My Old Kentucky Home

Day 124-125 • July 3-4, 2012 •  Hodgenville to Bardstown, KY •  47 miles

The heat wave continued but we managed to combine some quality sightseeing with decent mileage.  Illinois may be the Land of Lincoln, but Kentucky makes it very clear whence he came.  In Hodgenville we were in striking distance of both Lincoln’s birthplace and his boyhood home.  We chose to explore his birthplace because it was on route and a national park, which had visions of another Junior Ranger badge dancing in Zoe’s head.  As for the heat:  a common comment from locals we met was “I’ve lived here all my life and have never seen heat and drought like this.”  The average high temperature for Bardstown in July is 88 degrees and we were on at least day 10 of 100+ degree heat with no sign of it ending.  And it wasn’t just Kentucky, if you traced our route backward it was like this all the way to the Colorado front range.  I had to chuckle about the drought comments—it still looked shockingly green to me.  But the farmers weren’t laughing as they generally don’t irrigate here and some were facing crop failure.  Much of the corn was stunted or simply not producing ears.

We followed the Adventure Cycling maps today which had us meandering about on various county back roads.  We could have significantly shortened the ride by taking Highway 31E to Bardstown but in this area the back roads looked better.  31E is straighter but still very narrow with a lot of traffic.  A few miles from Bardstown we met a local who gave us the skinny on maximizing our tourist time in the Bourbon Capitol of the World.   He also described the day in 1997 when much of the Heaven Hill distillery, visible from his house, went up in flame.  Here is what 90,000 gallons of Kentucky bourbon looks like as a bomb—keep this in mind, aspiring moonshiners.  The Heaven Hill distillery is a short distance from where we camped at My Old Kentucky Home State Park, so we took a tour the next day.  It was an excellent tour, though Zoe didn’t appreciate being left out of the tasting.   Not that she wanted to taste whiskey, whew!, she just didn’t like being left out.  You can smell sweet bourbon all over the countryside around here, and Zoe does not like the smell.  The bourbon tour won’t be on her list of highlights for the ride.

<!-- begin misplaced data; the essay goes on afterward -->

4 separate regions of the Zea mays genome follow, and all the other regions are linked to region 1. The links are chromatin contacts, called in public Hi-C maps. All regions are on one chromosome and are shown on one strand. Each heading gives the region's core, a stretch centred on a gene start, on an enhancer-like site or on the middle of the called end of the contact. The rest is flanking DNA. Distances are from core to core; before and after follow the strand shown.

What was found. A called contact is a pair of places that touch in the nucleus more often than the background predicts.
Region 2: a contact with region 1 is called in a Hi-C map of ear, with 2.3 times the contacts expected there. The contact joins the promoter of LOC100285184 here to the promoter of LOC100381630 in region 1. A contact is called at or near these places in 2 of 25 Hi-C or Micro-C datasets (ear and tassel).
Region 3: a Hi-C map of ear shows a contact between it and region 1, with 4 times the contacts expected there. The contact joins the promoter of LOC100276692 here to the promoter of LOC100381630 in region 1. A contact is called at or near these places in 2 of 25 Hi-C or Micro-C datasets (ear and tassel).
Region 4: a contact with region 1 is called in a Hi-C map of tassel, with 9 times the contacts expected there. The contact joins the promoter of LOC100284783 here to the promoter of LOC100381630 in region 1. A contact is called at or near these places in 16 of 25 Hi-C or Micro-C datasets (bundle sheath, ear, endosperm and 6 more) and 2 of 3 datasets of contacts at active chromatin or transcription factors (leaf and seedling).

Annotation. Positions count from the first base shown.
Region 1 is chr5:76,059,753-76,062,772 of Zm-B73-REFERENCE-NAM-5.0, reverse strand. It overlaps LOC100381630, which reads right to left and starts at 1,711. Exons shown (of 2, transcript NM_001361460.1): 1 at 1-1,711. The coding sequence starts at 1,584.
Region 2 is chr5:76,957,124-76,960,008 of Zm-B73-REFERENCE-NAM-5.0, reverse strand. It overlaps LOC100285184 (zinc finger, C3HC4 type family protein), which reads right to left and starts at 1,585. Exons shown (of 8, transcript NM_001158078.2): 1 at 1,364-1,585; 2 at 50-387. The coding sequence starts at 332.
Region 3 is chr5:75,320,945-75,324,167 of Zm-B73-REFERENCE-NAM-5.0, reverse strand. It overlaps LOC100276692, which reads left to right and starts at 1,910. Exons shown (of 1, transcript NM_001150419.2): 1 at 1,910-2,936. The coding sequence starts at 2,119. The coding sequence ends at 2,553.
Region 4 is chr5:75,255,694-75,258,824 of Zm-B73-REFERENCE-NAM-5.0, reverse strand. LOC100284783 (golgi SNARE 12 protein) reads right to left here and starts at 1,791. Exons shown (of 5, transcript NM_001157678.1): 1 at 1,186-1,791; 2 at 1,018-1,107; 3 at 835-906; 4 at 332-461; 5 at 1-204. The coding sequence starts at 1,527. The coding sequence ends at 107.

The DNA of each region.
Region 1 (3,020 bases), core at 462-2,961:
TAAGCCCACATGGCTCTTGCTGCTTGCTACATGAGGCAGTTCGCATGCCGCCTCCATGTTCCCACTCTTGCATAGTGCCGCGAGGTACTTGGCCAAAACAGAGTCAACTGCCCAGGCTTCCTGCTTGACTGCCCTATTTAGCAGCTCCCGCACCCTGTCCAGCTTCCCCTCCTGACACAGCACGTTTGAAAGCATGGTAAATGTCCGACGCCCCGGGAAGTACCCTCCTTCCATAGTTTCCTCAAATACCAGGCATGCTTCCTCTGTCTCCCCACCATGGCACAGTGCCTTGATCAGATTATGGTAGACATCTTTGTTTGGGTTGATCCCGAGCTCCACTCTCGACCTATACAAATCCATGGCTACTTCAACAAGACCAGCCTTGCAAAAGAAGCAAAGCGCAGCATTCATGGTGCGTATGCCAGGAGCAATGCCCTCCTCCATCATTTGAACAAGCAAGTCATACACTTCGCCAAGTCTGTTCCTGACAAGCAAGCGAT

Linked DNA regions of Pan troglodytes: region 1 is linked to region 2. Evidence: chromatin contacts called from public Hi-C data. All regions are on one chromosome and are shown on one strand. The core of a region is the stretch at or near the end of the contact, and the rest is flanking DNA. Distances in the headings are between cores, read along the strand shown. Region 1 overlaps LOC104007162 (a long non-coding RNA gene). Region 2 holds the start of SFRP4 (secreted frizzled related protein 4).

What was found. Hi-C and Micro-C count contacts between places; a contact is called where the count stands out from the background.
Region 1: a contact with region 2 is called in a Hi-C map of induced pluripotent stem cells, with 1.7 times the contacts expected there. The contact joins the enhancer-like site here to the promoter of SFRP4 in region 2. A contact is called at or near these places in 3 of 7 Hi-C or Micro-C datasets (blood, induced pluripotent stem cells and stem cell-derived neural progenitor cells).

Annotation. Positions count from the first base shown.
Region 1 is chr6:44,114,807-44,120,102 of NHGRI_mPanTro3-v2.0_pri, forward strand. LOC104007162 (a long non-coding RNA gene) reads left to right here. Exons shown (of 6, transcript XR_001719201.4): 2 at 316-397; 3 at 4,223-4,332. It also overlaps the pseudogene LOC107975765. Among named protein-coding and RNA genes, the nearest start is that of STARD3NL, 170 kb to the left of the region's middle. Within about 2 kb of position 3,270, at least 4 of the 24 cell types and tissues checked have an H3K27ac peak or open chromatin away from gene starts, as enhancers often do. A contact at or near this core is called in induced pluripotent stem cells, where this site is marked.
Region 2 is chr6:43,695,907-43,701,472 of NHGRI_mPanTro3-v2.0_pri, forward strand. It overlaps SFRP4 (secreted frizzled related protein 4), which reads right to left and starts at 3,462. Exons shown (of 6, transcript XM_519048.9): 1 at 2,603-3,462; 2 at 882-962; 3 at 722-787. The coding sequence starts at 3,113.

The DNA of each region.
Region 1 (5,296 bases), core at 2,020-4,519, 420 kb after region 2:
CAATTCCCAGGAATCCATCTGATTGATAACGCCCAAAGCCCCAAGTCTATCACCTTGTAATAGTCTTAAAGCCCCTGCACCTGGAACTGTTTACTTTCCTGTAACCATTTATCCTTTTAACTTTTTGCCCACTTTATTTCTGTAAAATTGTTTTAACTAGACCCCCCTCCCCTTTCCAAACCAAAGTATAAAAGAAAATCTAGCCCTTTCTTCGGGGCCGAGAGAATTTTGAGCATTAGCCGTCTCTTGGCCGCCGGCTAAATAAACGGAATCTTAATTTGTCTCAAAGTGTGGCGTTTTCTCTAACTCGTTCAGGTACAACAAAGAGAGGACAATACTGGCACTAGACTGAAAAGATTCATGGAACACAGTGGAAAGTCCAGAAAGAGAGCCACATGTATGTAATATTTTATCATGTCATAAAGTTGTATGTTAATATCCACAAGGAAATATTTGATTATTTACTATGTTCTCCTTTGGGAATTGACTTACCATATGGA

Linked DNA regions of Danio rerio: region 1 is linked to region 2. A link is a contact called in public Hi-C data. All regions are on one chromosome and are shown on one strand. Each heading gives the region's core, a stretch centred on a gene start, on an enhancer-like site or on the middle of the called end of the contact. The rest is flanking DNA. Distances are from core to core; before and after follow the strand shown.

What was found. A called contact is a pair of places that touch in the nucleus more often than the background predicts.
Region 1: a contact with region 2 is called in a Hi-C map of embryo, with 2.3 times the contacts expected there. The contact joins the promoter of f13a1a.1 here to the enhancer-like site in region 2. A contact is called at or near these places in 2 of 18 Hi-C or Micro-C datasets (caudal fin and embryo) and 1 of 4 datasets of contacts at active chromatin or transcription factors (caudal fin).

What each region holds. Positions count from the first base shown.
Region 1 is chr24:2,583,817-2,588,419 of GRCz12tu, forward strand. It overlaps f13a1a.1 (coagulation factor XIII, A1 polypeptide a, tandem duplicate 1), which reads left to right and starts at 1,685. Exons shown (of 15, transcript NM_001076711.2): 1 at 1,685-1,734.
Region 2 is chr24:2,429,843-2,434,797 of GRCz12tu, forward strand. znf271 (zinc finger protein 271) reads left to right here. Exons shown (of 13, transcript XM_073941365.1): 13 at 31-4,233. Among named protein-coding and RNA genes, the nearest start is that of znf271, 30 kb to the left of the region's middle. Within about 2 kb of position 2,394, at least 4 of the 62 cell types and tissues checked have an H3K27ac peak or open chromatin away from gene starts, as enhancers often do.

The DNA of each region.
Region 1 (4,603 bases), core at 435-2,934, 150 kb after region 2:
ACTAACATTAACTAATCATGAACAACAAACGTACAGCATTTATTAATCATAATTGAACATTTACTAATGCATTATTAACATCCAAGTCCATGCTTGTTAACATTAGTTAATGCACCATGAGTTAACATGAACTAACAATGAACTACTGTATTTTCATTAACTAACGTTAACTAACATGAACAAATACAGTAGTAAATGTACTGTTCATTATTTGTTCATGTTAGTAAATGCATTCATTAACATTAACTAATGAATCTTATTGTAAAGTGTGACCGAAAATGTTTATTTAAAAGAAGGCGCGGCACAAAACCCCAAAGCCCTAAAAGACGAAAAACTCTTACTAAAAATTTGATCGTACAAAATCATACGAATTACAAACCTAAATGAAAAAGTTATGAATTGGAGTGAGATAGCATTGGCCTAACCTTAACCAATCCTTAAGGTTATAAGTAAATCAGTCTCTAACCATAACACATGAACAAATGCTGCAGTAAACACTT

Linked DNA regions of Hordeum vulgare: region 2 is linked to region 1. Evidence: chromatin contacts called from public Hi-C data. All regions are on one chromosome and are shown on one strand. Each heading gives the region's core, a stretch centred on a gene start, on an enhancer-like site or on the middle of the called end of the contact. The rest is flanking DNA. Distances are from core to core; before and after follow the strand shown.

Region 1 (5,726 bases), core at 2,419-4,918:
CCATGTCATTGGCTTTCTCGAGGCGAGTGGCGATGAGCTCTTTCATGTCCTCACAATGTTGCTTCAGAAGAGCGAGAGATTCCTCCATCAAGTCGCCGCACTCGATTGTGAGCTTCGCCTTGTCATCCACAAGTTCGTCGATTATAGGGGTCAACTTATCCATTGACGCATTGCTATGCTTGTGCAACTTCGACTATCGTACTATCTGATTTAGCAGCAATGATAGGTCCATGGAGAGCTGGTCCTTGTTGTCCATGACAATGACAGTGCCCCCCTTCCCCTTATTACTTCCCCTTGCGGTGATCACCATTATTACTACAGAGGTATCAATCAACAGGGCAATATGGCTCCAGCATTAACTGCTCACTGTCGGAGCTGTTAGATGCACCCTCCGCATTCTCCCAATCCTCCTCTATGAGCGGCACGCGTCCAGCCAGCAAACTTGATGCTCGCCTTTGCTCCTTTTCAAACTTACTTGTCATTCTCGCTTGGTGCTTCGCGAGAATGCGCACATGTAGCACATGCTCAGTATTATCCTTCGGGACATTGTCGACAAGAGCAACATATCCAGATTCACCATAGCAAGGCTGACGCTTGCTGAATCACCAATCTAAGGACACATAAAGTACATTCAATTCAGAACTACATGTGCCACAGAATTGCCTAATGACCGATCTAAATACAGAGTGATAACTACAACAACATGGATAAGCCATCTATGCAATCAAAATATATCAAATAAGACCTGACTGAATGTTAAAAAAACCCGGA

Bardstown was the biggest town around so we decided to stay another night to catch some fireworks.  At the other end of the park we saw The Stephen Foster Story, an outdoor musical about his life that has been running continuously since 1958, and stayed to watch an excellent fireworks show from our seats.  Zoe got caught up in the costumes and pretty dresses from the 1850’s.  It was a fun evening but another sweltering night in the tent.

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1 thought on “My Old Kentucky Home

  1. Pingback: Bump Tolerance Exceeded | TransAmerican Trike Adventure 2012

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